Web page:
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Pigment-dispersing hormone-immunoreactive neurons in the cockroach Leucophaea maderae share properties with circadian pacemaker neurons.

Details zur Publikation
Stengl, M.; Homberg, U.
Journal of Comparative Physiology A: Neuroethology, Sensory, Neural, and Behavioral Physiology

Zusammenfassung, Abstract
Neurons immunoreactive with antisera against the crustacean peptide beta-pigment dispersing hormone fulfill several anatomical criteria proposed for circadian pacemakers in the brain of the cockroach Leucophaea maderae. These include position of somata, projections to the lamina and midbrain and possible coupling pathways between the two pacemakers through commissural fibers. In behavioral experiments combined with lesion studies and immunocytochemical investigations we examined whether the presence of pigment-dispersing hormone-immunoreactive arborizations in the midbrain of the cockroach correlates with the presence of circadian locomotor activity. No rhythm was detected after severing both optic stalks in any animal for at least 12 days. Within the same time pigment-dispersing hormone-immunoreactive fibers in the midbrain disappeared. Two to seven weeks after the operation some of the cockroaches regained circadian locomotor activity, while others remained arrhythmic. In all cockroaches which regained rhythmic behavior pigment-dispersing hormone-immunoreactive fibers had regenerated and had largely found their original targets within the brain. In all arrhythmic cockroaches either none or very little regeneration had occurred. The period of the regained circadian activity inversely correlated with the number of regenerated immunoreactive commissural fibers. These data provide further evidence for the involvement of pigment-dispersing hormone-immunoreactive neurons in circadian clocks of orthopteroid insects.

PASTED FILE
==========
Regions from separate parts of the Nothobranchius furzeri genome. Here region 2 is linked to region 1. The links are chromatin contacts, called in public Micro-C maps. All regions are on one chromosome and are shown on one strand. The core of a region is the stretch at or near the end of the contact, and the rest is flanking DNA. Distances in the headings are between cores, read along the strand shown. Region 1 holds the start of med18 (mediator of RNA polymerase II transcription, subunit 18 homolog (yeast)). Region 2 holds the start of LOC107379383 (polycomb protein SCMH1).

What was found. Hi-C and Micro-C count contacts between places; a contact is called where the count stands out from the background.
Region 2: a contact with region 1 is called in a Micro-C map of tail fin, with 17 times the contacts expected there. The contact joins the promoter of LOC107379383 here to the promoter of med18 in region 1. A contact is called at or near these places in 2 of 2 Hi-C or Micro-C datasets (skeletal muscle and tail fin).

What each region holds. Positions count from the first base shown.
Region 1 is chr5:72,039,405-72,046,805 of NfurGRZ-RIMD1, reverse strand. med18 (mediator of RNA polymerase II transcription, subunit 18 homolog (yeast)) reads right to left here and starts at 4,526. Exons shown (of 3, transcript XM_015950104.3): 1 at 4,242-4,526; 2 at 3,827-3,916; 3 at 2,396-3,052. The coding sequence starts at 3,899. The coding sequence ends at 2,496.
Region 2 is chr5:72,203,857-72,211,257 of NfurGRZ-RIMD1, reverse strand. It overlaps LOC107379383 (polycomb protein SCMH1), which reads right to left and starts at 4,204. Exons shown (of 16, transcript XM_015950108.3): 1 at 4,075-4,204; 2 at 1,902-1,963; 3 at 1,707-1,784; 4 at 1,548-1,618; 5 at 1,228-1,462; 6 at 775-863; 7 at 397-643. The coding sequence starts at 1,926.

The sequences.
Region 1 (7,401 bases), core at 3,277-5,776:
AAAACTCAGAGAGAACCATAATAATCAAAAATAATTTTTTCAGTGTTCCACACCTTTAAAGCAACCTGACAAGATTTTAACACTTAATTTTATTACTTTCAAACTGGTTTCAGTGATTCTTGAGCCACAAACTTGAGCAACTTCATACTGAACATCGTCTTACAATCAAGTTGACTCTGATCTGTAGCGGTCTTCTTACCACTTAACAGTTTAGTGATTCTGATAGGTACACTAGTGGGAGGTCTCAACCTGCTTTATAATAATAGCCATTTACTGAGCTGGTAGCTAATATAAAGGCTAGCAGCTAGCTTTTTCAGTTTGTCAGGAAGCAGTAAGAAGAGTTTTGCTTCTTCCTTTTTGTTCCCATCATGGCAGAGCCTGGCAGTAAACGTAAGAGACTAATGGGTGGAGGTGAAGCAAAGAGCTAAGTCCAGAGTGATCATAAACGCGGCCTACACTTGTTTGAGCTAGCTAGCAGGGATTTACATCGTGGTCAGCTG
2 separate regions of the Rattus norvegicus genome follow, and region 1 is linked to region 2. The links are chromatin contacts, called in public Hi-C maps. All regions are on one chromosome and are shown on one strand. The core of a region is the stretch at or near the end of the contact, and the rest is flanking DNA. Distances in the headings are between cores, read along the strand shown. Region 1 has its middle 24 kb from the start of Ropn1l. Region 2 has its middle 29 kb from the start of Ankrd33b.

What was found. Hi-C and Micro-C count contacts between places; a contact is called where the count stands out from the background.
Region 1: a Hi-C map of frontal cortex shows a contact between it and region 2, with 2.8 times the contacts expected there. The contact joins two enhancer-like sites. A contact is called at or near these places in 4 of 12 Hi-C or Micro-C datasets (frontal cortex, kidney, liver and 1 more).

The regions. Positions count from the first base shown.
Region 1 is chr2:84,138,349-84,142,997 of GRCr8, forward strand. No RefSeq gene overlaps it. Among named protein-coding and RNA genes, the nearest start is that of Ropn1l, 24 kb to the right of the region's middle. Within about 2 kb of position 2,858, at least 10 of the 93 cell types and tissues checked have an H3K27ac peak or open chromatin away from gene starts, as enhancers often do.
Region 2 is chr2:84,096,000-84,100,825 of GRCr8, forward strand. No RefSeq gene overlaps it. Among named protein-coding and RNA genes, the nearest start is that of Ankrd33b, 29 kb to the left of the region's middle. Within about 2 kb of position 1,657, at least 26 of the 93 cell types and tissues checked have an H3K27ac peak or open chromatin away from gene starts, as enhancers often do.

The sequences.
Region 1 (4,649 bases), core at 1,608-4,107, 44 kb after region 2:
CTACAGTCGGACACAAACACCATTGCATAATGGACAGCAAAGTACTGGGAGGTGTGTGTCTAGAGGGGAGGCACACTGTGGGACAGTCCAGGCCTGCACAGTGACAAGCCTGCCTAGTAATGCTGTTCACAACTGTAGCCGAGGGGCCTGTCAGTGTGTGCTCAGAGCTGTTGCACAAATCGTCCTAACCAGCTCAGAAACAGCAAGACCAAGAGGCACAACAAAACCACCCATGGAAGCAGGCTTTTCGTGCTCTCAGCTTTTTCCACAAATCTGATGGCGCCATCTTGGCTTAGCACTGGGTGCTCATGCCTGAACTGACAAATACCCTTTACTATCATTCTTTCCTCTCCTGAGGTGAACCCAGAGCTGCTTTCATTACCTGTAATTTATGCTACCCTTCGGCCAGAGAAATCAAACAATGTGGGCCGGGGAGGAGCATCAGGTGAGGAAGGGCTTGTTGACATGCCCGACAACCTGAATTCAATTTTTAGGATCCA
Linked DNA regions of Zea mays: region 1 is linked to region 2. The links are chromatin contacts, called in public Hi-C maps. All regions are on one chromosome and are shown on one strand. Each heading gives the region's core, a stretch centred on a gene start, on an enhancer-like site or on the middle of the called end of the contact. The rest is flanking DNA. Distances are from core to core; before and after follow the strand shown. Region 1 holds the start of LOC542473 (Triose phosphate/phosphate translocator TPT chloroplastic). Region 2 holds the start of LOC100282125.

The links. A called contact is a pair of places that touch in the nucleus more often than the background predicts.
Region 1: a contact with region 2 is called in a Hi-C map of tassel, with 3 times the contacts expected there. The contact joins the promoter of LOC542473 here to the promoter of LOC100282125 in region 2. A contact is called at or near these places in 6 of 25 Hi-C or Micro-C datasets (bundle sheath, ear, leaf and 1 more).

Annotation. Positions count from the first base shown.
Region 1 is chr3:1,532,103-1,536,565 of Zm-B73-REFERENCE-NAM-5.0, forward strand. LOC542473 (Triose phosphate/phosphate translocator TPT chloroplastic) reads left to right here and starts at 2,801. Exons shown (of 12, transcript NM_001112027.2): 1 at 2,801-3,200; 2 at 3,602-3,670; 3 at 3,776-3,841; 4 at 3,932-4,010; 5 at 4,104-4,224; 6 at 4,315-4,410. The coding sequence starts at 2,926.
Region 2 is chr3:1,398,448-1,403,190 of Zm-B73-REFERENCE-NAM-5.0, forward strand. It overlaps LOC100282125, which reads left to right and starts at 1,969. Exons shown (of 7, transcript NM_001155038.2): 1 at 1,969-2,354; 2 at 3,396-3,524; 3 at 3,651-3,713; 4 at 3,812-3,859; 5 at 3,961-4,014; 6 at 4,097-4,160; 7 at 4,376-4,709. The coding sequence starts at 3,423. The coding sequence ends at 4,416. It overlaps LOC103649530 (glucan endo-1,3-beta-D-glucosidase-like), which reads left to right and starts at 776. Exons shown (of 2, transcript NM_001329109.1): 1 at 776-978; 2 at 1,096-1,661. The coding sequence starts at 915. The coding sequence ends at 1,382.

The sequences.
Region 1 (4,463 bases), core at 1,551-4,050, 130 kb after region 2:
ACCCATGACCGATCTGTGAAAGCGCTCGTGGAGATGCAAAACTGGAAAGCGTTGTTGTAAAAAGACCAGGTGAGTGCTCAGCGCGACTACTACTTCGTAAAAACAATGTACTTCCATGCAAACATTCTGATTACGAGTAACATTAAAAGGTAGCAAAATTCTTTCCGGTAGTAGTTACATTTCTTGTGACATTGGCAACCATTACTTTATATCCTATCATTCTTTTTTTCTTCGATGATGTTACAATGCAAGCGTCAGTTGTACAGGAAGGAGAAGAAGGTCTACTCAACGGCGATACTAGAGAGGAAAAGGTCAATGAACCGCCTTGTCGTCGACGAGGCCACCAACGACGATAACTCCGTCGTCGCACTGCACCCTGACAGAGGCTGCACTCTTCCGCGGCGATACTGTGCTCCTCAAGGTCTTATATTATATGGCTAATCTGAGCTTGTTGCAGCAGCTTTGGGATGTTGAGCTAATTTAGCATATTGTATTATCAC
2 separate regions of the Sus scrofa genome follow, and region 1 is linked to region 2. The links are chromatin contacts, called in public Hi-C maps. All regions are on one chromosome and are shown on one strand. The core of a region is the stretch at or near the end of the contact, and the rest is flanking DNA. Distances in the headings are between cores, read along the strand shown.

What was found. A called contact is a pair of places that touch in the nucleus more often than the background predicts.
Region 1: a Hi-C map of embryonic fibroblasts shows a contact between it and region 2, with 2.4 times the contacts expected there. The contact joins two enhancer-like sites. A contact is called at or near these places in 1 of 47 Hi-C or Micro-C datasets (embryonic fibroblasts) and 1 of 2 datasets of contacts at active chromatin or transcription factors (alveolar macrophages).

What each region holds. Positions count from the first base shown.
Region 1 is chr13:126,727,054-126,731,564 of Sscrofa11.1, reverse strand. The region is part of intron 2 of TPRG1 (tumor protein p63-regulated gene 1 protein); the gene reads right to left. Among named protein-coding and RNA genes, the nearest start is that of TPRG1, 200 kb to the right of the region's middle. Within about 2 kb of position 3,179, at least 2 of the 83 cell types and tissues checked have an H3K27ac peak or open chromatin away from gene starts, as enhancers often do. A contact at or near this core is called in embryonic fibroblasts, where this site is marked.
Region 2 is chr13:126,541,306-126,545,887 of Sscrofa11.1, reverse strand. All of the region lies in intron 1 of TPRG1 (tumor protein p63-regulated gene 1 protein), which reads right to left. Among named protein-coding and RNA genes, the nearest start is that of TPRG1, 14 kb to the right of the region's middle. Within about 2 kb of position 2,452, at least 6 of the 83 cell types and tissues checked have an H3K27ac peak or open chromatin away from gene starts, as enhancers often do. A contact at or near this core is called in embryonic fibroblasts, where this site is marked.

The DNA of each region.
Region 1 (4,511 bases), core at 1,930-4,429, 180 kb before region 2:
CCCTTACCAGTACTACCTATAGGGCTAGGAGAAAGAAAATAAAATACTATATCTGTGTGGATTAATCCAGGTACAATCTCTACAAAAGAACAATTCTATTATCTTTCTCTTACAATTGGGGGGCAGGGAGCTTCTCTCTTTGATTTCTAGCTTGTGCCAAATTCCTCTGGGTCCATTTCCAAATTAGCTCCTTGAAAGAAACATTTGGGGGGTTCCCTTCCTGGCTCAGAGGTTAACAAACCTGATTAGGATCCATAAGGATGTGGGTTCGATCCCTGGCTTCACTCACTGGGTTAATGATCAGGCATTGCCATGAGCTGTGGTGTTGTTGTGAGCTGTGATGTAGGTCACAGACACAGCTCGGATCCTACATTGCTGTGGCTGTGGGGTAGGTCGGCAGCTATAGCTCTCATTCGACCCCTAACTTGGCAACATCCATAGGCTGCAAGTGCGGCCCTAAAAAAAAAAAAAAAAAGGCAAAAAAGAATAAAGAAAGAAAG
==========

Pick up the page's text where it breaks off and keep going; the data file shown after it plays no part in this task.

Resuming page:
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Zuletzt aktualisiert 2019-25-07 um 14:37